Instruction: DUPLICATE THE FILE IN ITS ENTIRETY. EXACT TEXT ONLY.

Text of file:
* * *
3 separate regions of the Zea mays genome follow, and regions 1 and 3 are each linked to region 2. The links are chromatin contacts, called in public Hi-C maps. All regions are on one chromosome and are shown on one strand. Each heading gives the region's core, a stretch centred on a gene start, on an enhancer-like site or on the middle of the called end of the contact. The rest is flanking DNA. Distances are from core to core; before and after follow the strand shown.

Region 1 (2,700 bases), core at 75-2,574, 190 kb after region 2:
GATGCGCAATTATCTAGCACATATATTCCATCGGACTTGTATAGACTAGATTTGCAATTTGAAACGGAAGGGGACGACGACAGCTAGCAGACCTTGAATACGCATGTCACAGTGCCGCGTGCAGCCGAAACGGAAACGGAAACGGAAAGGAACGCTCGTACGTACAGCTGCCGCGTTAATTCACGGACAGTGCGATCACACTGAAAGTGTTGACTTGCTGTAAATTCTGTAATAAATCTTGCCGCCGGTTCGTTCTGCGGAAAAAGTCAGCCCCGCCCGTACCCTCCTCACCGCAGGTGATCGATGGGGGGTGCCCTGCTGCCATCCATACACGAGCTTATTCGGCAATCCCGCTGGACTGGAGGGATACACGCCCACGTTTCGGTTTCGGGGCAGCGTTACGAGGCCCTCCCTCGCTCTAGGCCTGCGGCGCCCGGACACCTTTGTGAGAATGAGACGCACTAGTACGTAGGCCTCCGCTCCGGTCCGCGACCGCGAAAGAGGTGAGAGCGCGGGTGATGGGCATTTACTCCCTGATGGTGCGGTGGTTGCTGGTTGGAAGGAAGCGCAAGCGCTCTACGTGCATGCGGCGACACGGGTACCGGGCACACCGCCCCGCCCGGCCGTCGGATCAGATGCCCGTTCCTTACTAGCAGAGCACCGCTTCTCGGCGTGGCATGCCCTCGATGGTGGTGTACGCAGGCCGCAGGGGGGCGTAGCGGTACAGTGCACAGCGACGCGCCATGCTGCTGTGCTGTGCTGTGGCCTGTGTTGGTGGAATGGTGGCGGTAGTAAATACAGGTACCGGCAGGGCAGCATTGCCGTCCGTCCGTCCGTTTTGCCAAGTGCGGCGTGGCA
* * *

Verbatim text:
3 separate regions of the Zea mays genome follow, and regions 1 and 3 are each linked to region 2. The links are chromatin contacts, called in public Hi-C maps. All regions are on one chromosome and are shown on one strand. Each heading gives the region's core, a stretch centred on a gene start, on an enhancer-like site or on the middle of the called end of the contact. The rest is flanking DNA. Distances are from core to core; before and after follow the strand shown.

Region 1 (2,700 bases), core at 75-2,574, 190 kb after region 2:
GATGCGCAATTATCTAGCACATATATTCCATCGGACTTGTATAGACTAGATTTGCAATTTGAAACGGAAGGGGACGACGACAGCTAGCAGACCTTGAATACGCATGTCACAGTGCCGCGTGCAGCCGAAACGGAAACGGAAACGGAAAGGAACGCTCGTACGTACAGCTGCCGCGTTAATTCACGGACAGTGCGATCACACTGAAAGTGTTGACTTGCTGTAAATTCTGTAATAAATCTTGCCGCCGGTTCGTTCTGCGGAAAAAGTCAGCCCCGCCCGTACCCTCCTCACCGCAGGTGATCGATGGGGGGTGCCCTGCTGCCATCCATACACGAGCTTATTCGGCAATCCCGCTGGACTGGAGGGATACACGCCCACGTTTCGGTTTCGGGGCAGCGTTACGAGGCCCTCCCTCGCTCTAGGCCTGCGGCGCCCGGACACCTTTGTGAGAATGAGACGCACTAGTACGTAGGCCTCCGCTCCGGTCCGCGACCGCGAAAGAGGTGAGAGCGCGGGTGATGGGCATTTACTCCCTGATGGTGCGGTGGTTGCTGGTTGGAAGGAAGCGCAAGCGCTCTACGTGCATGCGGCGACACGGGTACCGGGCACACCGCCCCGCCCGGCCGTCGGATCAGATGCCCGTTCCTTACTAGCAGAGCACCGCTTCTCGGCGTGGCATGCCCTCGATGGTGGTGTACGCAGGCCGCAGGGGGGCGTAGCGGTACAGTGCACAGCGACGCGCCATGCTGCTGTGCTGTGCTGTGGCCTGTGTTGGTGGAATGGTGGCGGTAGTAAATACAGGTACCGGCAGGGCAGCATTGCCGTCCGTCCGTCCGTTTTGCCAAGTGCGGCGTGGCA